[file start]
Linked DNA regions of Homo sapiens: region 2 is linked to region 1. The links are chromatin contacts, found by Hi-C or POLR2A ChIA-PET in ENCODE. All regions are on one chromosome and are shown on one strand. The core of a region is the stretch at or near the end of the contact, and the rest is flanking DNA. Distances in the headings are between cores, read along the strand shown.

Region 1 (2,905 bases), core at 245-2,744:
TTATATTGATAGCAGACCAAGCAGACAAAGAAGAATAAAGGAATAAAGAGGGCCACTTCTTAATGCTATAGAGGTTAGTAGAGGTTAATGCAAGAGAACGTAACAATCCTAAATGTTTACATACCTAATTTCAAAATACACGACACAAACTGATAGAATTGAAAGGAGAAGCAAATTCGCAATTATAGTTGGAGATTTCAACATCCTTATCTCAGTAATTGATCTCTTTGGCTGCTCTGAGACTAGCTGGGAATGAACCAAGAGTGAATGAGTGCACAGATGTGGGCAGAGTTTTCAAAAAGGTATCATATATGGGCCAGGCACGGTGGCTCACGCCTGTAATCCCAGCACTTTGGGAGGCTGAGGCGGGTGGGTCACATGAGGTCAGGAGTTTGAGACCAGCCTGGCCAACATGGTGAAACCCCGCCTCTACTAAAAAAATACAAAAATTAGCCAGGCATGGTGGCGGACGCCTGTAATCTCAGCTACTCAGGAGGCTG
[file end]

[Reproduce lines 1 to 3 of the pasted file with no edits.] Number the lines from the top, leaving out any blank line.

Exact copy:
Linked DNA regions of Homo sapiens: region 2 is linked to region 1. The links are chromatin contacts, found by Hi-C or POLR2A ChIA-PET in ENCODE. All regions are on one chromosome and are shown on one strand. The core of a region is the stretch at or near the end of the contact, and the rest is flanking DNA. Distances in the headings are between cores, read along the strand shown.

Region 1 (2,905 bases), core at 245-2,744:
TTATATTGATAGCAGACCAAGCAGACAAAGAAGAATAAAGGAATAAAGAGGGCCACTTCTTAATGCTATAGAGGTTAGTAGAGGTTAATGCAAGAGAACGTAACAATCCTAAATGTTTACATACCTAATTTCAAAATACACGACACAAACTGATAGAATTGAAAGGAGAAGCAAATTCGCAATTATAGTTGGAGATTTCAACATCCTTATCTCAGTAATTGATCTCTTTGGCTGCTCTGAGACTAGCTGGGAATGAACCAAGAGTGAATGAGTGCACAGATGTGGGCAGAGTTTTCAAAAAGGTATCATATATGGGCCAGGCACGGTGGCTCACGCCTGTAATCCCAGCACTTTGGGAGGCTGAGGCGGGTGGGTCACATGAGGTCAGGAGTTTGAGACCAGCCTGGCCAACATGGTGAAACCCCGCCTCTACTAAAAAAATACAAAAATTAGCCAGGCATGGTGGCGGACGCCTGTAATCTCAGCTACTCAGGAGGCTG